Amino acids show up every where in metabolism, both D- and L-forms. A quick perusal of a few biosynthetic pathways will reveal that there are many more amino acids that are intermediates in the synthesis of the canonical 20. Why were any one of those not selected to be coded into protein? Perhaps some of them were, e.g., ornithine is an intermediate in arginine synthesis and could have filled a role for a basic amino acid in primitive proteins.
Actually, I ran across a paper that is really stunning. Michael Yarus's lab found a 5 nucleotide RNA that could take an activated amino acid (Phe-AMP, Phe-UMP, or Met-AMP) and catalyze the transfer of the amino acid onto the 2'-OH of a partially complementary RNA. The sequence of the RNAs are GUGGC (the ribozyme) and GCCU (the substrate). What really blows me away is that further amino acids could be added to form short polypeptides on the end of the GCCU substrate.... and they've managed to sythesise ribosomes from scratch ! (Well, technically speaking its called 'bio-engineering' which capitalises on the flow-on benefits of DNA sequencing research, and a whole bunch of clever equipment).
Of course, this is only a small step and is somewhat artificial: the activated Phe-AMP was present at 1-2 mM, but just demonstrating this really, really simple reaction is important in discovering other interesting catalytic possibilities. Many of the ribozymes that have been discovered are much larger, though this may just be a byproduct of the methods used to make and select the molecules. Most methods I've seen are derived from the SELEX method of generating RNA aptamers.
Certainly, classifying the functions of different components is a powerful way of organizing the processes of a cell, but at their core heritability and replication are a series of reactions in which one component meets another and something happens. One pitfall is to inappropriately assign a limiting definition of a function to a molecule or class of molecules. A prime example is the thought that only proteins were catalysts. Once RNA was show to perform catalysis, people started noticing that it was not an inert carrier of genetic information or a structural component of the ribosome.Hmm .. well, clearly metabolism is essential. Heritability and replication are also essential. Whilst these latter two, clearly require metabolism, they are separable functions which also make use of the same cell componentry.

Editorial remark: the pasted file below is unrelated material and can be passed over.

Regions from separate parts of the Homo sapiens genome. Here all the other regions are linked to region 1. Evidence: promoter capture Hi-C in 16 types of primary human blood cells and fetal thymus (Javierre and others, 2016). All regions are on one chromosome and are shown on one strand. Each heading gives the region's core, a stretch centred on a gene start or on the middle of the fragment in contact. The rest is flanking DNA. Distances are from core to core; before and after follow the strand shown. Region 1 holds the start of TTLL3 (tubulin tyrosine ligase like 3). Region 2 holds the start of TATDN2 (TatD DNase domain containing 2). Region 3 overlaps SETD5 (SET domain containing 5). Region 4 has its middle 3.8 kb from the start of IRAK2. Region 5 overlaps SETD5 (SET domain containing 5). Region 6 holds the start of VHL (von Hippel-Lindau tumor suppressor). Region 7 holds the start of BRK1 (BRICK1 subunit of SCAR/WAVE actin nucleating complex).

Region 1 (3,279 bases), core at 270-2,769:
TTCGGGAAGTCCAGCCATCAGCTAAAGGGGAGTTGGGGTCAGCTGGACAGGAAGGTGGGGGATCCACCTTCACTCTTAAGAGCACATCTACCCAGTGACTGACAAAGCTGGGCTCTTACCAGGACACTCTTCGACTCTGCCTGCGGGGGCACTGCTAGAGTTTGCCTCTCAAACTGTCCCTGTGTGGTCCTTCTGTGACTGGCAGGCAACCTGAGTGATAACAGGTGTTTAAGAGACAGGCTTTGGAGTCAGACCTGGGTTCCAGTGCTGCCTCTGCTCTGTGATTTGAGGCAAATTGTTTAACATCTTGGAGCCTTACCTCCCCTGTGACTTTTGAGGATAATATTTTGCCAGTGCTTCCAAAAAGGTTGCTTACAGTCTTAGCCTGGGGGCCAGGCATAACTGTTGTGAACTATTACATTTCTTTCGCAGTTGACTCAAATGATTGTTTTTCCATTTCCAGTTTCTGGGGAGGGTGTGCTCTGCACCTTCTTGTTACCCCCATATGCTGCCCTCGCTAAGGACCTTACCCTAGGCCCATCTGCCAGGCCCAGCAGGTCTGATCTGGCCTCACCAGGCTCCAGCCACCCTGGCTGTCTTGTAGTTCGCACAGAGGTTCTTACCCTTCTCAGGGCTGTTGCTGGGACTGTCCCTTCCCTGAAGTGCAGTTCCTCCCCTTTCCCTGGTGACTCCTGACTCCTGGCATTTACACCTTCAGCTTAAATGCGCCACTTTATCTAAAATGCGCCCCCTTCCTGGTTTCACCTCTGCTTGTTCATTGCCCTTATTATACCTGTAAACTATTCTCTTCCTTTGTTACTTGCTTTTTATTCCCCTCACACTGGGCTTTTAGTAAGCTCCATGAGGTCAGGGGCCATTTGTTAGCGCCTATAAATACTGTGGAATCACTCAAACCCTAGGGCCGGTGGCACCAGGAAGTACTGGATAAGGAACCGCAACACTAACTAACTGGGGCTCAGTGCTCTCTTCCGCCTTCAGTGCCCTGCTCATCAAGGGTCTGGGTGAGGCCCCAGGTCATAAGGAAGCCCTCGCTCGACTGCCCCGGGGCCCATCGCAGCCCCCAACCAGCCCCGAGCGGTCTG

I guess the point that I was trying to make was in thinking about prebiotic and early evolution, we have to be careful not to limit ourselves by the admittedly successful conceptual framework built around our knowledge of how cells function. In a self-sustaining system, every component is required for its own synthesis, be they intermediates in a metabolic pathway or a complex structure such as RNA polymerase. Coming to grips with the structure of biological networks is a challenge.
Finally, here is a fabulous lecture about the ribosome.